Work. Play. And Remembering That Very First Day.
Dick. Jane. Wow.
It’s been a long, long time.
This card and about half a dozen more were hiding at the bottom of a box in our basement for who knows how long. I’m guessing they languished there or in a different one in my mother-in-law’s storage space for years. She taught school for more than 30 years, so that’s probably where they came from.
Images and sensations of the two-room schoolhouse in Medora, N.D., where I completed 1st through 4th grades under the guidance of, first, Mrs. McCusky, then Ms. Anderson, swept through my head when I found the cards. They were the two teachers I had over those four years.
I have no idea why I would think about my first four years of school when I saw the cards; my Dick and Jane days were long past by the time I started 1st grade. I already knew how to read, at age 5, and I distinctly remember begging my parents to let me start school early. Since there was no kindergarten offered in Medora, my parents decided to get me going.
I was a year younger than my classmates for the rest of my academic career, through college graduation. I’m still not convinced it was the best idea. I was ready for the work, but oftentimes not ready for the play.
Which, by the way, were two of the words I learned with Dick and Jane and Mom, who was a former teacher by that time, too: “work” and “play.”
Work. Play. Jump. Run. Walk. Milk. Little. Big. Ball. Throw. Catch…. I was up on all of them before my very first day on a public school playground.
What a Day It Was
Not only was I there a year early, but I was little for my age. Fearless, though, like so many kids going on 6. Before school, when the big boys got to wrestling out on the playground and everyone piled on, I went in head-first. It ended for me when one of the biggest boys, a 7th or 8th grader, put my head into a scissor hold and squeezed.
No shame in crying uncle at that age.
I don’t recall the first couple of hours of 1st grade, but I do remember clearly what happened at the first bell.
Mrs. McCusky dismissed all of us at the ring. The teacher across the hall, in the second room, released the 5th through 8th graders at the same time.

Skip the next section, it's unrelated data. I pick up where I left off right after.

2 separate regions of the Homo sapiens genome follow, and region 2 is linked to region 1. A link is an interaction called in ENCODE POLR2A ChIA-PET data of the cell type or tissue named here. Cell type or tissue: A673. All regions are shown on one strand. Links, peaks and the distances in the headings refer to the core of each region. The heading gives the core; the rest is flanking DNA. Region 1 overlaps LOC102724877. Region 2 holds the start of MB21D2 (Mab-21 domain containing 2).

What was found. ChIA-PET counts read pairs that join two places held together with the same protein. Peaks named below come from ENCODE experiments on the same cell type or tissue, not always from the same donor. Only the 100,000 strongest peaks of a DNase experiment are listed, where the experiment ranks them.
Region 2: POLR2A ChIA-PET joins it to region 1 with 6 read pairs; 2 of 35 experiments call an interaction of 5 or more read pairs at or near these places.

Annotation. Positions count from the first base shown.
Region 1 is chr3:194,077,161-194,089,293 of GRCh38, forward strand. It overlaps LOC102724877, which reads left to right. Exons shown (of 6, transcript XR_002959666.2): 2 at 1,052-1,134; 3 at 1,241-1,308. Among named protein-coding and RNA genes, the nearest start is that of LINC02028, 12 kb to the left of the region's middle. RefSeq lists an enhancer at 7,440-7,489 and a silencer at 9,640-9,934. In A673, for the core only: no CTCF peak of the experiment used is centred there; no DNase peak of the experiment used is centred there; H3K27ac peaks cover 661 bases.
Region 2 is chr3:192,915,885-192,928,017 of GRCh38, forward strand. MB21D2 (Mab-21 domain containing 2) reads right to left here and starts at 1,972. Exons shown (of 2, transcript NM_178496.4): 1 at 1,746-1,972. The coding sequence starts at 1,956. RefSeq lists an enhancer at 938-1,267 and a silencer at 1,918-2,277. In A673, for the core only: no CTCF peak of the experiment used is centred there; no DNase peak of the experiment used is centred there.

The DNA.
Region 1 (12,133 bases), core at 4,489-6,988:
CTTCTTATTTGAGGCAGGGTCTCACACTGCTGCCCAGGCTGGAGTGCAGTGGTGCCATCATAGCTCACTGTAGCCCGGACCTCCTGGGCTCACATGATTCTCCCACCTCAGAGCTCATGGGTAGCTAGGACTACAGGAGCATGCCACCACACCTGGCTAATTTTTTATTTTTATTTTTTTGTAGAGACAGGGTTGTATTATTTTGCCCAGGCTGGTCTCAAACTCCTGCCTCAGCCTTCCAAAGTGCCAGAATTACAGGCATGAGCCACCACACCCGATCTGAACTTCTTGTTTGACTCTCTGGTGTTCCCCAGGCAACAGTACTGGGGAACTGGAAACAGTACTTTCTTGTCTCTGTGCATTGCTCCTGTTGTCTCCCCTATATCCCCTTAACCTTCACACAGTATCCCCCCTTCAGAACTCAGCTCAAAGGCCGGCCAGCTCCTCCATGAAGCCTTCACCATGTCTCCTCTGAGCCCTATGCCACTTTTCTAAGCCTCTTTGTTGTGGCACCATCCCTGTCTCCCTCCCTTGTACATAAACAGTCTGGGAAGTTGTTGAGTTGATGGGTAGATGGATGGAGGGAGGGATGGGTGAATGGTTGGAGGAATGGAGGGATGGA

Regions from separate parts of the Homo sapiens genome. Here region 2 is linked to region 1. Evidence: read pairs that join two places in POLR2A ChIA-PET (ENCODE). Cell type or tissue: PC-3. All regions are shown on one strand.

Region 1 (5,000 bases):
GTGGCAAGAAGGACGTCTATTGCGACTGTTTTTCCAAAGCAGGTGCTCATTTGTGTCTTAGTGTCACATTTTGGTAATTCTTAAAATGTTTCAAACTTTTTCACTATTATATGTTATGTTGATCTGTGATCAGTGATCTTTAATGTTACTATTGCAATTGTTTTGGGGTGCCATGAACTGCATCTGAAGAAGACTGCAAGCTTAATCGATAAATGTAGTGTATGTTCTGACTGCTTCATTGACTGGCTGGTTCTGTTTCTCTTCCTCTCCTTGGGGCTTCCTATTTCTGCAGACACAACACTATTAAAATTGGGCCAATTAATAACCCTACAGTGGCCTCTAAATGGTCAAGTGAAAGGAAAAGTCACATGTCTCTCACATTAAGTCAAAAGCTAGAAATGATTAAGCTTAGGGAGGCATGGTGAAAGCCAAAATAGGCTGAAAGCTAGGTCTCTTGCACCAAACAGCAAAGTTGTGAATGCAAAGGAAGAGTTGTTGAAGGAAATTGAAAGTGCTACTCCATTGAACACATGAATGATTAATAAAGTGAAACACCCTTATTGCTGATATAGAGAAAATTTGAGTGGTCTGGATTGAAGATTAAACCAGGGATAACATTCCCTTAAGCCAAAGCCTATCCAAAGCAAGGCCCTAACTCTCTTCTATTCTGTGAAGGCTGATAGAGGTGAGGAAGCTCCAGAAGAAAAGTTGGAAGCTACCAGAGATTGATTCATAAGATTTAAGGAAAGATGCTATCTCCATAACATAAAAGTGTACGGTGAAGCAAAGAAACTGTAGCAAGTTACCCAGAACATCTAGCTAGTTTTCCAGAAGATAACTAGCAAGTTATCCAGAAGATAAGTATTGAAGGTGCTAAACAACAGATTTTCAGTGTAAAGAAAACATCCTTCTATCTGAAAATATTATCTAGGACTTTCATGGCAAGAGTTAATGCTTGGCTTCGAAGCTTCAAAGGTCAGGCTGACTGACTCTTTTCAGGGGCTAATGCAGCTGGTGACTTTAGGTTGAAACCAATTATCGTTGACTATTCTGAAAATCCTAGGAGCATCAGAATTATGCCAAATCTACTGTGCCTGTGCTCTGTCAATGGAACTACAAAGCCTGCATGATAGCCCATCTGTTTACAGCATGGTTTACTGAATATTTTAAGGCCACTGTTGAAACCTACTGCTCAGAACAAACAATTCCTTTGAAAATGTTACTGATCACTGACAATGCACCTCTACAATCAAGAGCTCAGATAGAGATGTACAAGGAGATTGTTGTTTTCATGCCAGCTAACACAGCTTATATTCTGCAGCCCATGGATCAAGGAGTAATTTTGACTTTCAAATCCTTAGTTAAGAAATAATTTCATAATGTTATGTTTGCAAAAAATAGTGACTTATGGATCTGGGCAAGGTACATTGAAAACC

Thank goodness! I was STARVING.
Our house was only a block from the school and I ran the entire way, across the street, down an alley, quick right into another alley and through the back door of the house.
“Maa-ommm, I’m home,” I hollered.
She came to the kitchen from the living room with what I’d learn later in life was an incredulous look on her face. “Marty! What are you doing here?” she asked.
“What do you mean?” I asked, confused and more than a little hurt. Wasn’t she happy to see her only son? Hadn’t she missed me on my first full morning away? Was she not my mother?!
“I’m home for lunch!”
She started laughing. Why, I had no idea.
She quickly explained.
“It’s only a little after 10:15,” she said, smiling. “It’s only recess, not lunchtime.”
She let this sink in for a few seconds.
“But,” I finally stammered, “…but, Mom, I’m STARVING! It HAS TO BE time for lunch!”
She assured me it was not, gave me a box of raisins and guided me back to the back door. “Hurry up,” she called after me as I ran away (and I could hear the smile in her voice), “recess is only 15 minutes. You don’t want to be late on your first day!”
All was well. I had a healthy snack and made it back by the 10:30 bell.
I don’t recall how the rest of the day went, but I do remember Mom sending a snack with me every day after. I never ran home at the 10:15 bell again.
Mom told that story a gazillion times over the years. I’m not sure why, but I always loved it when she did. Maybe it’s for the same reason that I’m smiling right now, as I write this post.
It reminds me of a much, much simpler time in my life, when all I had to worry about were Dick and Jane, and my Mom was still around to give me raisins and a kiss on the cheek before sending me back to school. And of times years later, when Mom was still around to tell the story, her distinctive laugh filling someone else’s kitchen.
What a day – and a life – it was.
Dick. Jane. Spot. Mom.
I think I’ll go for a walk. Maybe a jump or two, too.
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